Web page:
“I’m tired boss…. Remember that from the Green Mile?” And his look said the rest. Now what? Toward the end of my time in ministry, I can remember standing in the back of the church building as worship was starting. This guy, who I’ve always deeply respected, looked me in the eye and quoted these words from the Green Mile. I wanted to encourage him to keep going – that empathy and compassion matter – but I didn’t have it in me. He was right. Grizzly Adams was my childhood hero for this exact reason.
I remember the sincerity in his soul as he spoke these words to me. He spoke almost not really to me but just out loud and I just happened to be standing there to absorb them. They remind me of the words that, perhaps, Jesus himself might have uttered in prayer to his “father in heaven”.
Shame requires we hurt each other in order to protect ourselves. It also requires we feel pain from others that was, perhaps, never directed at us. It requires we take things personally and then lash out, get even, shell up, or run and hide. Shame’s goal is to get us to quit and to isolate because we just can’t stand the pain any more.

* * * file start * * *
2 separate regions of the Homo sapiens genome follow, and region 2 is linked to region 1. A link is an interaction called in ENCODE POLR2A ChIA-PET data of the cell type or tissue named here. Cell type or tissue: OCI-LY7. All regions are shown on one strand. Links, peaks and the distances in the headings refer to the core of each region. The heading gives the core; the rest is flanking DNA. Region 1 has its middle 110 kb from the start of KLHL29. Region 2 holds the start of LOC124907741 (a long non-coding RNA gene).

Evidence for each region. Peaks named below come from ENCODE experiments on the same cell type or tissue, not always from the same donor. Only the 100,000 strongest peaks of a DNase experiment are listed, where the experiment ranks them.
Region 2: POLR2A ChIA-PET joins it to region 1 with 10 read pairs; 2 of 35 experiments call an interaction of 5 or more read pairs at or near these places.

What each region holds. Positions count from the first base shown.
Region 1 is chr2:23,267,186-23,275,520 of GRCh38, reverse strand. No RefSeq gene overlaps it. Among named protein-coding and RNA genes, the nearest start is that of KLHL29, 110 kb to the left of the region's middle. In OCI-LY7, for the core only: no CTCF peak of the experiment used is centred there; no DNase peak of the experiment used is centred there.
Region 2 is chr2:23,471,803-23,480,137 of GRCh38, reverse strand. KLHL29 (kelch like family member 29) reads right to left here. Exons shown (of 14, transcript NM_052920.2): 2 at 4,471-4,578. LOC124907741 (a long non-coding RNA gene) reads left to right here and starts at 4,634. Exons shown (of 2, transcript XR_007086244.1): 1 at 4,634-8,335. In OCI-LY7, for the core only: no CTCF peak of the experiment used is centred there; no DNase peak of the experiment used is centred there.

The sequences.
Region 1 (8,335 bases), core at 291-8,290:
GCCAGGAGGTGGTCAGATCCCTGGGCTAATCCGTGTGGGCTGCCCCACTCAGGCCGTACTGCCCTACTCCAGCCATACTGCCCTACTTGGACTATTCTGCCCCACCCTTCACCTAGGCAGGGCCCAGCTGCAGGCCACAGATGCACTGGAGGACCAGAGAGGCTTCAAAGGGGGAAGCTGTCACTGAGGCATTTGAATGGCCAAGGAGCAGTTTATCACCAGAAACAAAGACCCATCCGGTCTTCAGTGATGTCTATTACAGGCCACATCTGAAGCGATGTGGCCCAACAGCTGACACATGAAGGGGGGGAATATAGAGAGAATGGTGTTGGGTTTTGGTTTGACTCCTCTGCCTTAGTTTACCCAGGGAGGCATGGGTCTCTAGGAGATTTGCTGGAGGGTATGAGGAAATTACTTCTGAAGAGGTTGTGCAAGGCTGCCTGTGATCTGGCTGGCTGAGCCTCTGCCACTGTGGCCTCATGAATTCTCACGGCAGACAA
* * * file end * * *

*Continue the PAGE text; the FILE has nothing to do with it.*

There’s a question for which I don’t yet have the answer: how, in the midst of this reality, do we choose to be kind anyway? How do we choose to offer grace and empathy and forgiveness and compassion when every evidence suggests it simply isn’t doing any good? After all, even Jesus healed 10 lepers – only one of which ever came back to say thanks.
As an atheist, this is what drew me to Jesus even when I didn’t believe he actually existed. I suppose I still struggle with that whole “believing” thing :). I saw in Jesus what I think it’s supposed to look like to be truly human. There was an ability to absorb this pain and get back up and keep giving a shit. Somewhere I saw a person who believed that not only does being kind, compassionate, and empathetic matter, but that it might be the only thing that matters. I think Jesus called this “the way“.
This is my continued and only resolution as I stare into 2021. I want to embrace a life not dictated to me by my psychology but by my desire to do what matters despite the outcome. In short, regardless of my ability to “believe” in Jesus, I resolve to embrace my will to live like him.